Earl Leofric’s family 1

I see no need to touch the sun
or blaze my fall into the chronicles.
History ignores the quiet diplomats, hungers
for mass murderers, flamboyant traitors;

the dysfunctional and degenerate
to school boys in the perverse attractions of hubris.
I am the gentle, thoughtful one who makes his way
between the clashing rocks, unscathed, and aims for home.

Who counsels peace, but has been known to burn a town or two.
Who moves amongst the beautiful and keeps faith
with his lady. Who’d walk the golden road to Samarkand,
but turn his dreams to Coventry.


What follows owes a great deal to The Earls of Mercia by Stephen Baxter.(OUP 2007) which cost an arm and a leg at the time it was published but was worth every farthing. 

Whatever the dubious historicity of Godiva's  ride, Leofric, Earl of Mercia, was real. However, he remains, like almost everyone else in the 11th century, a shadowy figure. He negotiated his way through a violent and brutal age and died of old age. As one historian put it, he avoided the  actions that interested  chroniclers. 

Earl Leofric’s father was Leofwine, and as Baxter says this means the Leofwinsons were the great survivors of the 11th century, holding almost continuous (though varying) office from 994 to 1070(ish). For four generations the family served nine kings representing four different royal dynasties. The Godwinsons are sexier. A family that can be presented as power hungry  delinquents makes a much better subject for a story, but it may be better, sometimes, to serve in heaven than rule in hell?

Leofric’s grandfather is shadowy though it’s just possible he is named in ‘The Battle of Maldon’ which is ironic given his grandsons’ action.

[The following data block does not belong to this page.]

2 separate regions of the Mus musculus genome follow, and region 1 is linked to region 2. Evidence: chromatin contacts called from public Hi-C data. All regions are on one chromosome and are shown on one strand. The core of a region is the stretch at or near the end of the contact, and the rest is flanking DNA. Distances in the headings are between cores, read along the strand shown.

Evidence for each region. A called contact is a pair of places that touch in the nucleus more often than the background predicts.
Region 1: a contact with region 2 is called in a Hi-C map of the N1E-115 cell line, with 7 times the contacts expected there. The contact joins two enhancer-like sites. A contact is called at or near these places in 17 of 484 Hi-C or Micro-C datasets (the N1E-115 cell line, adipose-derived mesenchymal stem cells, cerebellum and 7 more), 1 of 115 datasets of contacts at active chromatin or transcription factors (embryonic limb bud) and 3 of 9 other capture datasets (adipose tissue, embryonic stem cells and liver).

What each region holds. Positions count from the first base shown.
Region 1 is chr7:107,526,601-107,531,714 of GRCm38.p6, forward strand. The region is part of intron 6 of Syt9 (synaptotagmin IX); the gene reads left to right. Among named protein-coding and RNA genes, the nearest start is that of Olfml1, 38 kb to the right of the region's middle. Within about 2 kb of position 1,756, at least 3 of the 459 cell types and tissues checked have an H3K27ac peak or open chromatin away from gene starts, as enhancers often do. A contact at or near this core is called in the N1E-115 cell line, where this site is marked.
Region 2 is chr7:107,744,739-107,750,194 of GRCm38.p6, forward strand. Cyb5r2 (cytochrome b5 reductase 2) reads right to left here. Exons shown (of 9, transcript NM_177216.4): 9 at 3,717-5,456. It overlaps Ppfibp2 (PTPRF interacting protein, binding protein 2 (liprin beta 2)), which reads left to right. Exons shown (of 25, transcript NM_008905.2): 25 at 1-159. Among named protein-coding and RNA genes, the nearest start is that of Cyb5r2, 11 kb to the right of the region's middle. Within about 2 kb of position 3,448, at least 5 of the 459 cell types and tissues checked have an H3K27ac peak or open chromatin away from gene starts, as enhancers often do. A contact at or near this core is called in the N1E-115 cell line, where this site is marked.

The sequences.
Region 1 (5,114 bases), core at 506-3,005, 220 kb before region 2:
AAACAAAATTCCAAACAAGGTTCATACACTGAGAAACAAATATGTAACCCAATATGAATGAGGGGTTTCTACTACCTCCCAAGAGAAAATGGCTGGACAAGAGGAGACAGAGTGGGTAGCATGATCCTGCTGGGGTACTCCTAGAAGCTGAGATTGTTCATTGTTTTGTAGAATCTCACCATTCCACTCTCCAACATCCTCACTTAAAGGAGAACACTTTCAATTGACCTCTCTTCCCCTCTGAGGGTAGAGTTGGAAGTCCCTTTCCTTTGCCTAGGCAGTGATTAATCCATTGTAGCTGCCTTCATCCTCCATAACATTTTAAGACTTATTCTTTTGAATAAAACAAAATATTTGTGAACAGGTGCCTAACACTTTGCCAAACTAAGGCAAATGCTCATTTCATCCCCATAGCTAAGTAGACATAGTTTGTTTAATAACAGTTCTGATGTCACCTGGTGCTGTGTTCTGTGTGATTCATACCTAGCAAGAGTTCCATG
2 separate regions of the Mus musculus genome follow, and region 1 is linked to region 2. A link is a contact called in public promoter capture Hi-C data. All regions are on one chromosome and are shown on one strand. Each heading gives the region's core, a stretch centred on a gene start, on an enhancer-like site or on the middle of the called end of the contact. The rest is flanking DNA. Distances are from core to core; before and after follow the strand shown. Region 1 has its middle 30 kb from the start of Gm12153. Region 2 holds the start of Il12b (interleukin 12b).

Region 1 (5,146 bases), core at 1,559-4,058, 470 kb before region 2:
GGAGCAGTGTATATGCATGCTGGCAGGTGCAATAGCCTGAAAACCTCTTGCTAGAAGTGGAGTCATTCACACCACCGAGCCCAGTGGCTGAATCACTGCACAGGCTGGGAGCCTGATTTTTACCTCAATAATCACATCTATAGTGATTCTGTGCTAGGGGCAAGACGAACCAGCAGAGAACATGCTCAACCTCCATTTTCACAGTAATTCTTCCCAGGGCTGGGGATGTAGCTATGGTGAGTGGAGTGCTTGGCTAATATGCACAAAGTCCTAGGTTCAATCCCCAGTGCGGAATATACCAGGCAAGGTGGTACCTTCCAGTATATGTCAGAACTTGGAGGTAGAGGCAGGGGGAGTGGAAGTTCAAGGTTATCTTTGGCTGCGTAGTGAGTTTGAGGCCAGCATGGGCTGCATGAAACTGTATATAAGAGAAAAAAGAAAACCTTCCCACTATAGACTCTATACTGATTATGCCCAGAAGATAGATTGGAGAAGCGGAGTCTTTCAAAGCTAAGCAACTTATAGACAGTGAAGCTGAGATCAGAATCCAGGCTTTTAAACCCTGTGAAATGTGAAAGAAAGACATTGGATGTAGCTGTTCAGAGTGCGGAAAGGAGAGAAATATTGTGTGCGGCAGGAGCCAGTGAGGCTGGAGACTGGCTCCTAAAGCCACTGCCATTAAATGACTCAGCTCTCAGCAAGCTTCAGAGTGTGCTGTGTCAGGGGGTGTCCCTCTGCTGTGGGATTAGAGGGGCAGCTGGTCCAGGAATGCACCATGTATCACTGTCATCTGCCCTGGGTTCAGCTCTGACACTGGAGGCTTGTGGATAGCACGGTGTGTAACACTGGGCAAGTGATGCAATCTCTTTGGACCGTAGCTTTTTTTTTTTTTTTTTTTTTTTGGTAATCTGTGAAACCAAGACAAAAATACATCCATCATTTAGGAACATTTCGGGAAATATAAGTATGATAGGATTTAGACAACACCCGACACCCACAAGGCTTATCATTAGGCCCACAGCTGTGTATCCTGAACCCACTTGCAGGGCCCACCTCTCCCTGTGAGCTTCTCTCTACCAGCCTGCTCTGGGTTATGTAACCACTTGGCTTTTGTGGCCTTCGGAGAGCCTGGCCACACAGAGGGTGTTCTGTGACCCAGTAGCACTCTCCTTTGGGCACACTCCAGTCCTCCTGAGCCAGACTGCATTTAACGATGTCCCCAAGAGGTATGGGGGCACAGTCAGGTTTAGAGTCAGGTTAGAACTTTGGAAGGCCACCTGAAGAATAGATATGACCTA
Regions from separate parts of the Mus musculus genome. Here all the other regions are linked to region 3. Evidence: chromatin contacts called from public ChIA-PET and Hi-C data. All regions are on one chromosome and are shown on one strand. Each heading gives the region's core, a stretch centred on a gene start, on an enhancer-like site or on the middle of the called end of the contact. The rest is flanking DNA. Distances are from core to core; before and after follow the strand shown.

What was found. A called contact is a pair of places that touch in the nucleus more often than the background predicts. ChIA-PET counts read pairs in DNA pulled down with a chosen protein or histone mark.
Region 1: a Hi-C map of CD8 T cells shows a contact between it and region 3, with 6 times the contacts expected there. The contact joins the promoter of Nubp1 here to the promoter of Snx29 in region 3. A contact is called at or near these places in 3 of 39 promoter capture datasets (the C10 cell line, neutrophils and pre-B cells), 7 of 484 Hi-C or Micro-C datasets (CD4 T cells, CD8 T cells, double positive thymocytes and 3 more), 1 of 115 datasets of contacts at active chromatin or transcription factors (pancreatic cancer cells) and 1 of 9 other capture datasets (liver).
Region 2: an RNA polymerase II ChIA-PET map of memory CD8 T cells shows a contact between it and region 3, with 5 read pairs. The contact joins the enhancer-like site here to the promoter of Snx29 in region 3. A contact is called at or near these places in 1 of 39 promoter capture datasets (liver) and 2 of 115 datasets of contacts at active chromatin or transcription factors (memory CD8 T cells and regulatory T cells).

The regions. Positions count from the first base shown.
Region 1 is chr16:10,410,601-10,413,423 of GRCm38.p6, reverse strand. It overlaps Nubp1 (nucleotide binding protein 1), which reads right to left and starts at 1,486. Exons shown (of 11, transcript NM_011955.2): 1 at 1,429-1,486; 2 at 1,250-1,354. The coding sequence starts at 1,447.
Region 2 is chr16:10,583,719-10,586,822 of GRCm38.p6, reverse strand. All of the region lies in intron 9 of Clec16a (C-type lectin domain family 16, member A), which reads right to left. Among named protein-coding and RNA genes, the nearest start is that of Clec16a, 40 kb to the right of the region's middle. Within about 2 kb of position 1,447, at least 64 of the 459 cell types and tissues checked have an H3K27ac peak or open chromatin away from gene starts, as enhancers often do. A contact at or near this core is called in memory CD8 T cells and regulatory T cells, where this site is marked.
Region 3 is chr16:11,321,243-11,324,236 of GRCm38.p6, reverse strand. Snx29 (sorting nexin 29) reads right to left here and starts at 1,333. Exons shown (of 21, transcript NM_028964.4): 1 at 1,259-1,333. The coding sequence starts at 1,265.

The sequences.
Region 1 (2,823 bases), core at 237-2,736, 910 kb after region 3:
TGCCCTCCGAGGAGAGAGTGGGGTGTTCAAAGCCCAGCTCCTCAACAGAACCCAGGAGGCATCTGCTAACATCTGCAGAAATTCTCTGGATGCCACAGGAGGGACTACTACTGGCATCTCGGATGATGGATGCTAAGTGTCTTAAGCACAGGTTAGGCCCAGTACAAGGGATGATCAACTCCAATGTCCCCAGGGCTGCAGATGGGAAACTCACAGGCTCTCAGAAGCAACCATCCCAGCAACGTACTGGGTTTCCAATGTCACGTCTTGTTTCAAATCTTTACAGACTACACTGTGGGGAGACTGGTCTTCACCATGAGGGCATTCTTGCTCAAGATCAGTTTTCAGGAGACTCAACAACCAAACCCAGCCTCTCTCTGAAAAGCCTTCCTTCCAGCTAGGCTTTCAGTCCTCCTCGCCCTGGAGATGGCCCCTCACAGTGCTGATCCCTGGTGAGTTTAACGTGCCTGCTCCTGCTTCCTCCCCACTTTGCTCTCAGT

Leofric had at least three brothers, two of whom came to violent ends. Northman was executed in Cnut’s purge of 1017 although his father wasn’t. Eadwine died in battle against the Welsh in 1039. Confusingly there was also a brother called Godwine who lived til the 1050s. He’s the one who launched an attack while his son, Aelfwine, was a hostage of the Danes. Aelfwine, Leofric’s nephew, having lost both his hands, 'lived out his life in the hut of an oxherd'.

Leofric and Godgifu had one son, Aelfgar. There seems to be no evidence of a daughter or any other children.

Aelfgar, who doesn’t seem to have inherited his father’s tact, pinballed around the 1050s in a series of banishments and returns. He is known to have had three sons and one daughter: Ealdgyth, Eadwine, Morcar and Burgheard. The idea that Hereward the wake is a member of the family is a romantic fiction and Baxter advances the case that it is more likely that he was one of Morcar’s men.

Although at this distance it’s impossible to 'know' much about Ealdgyth, the bare facts of her life provide an insight into the reality of being a member of such a powerful family. Her great-uncle had died fighting against Gruffudd, but she married him. Dealing with the Welsh was an English problem but the border made it a particularly Mercian one. The fact that her brothers were known to have Welsh allies in 1065 suggests they weren’t always at each others throats. She may have been part of the price her father paid for Welsh support in his two 'returns' to power. (The facts open up into speculation. Did she speak Welsh? Or did Gruffudd speak English, or did they require a Latimer? In such a marriage was conversation even necessary? )

Gruffudd was killed in 1063 after Tostig and Harold raided deep into Wales. (His own men sent his head to the English). She then married the man responsible for his death; Harold, which makes her the last queen of Anglo-Saxon England. The date of their marriage is vague. It’s often given as 1066, which means Harold married her after he was crowned, but it’s possible the marriage was earlier, and may have been part of the complicated give and take of 1065. If you subscribe to the family enmity and feud version, then in theory at least it should have stopped here, not in the bathetic end of Morcar (see below).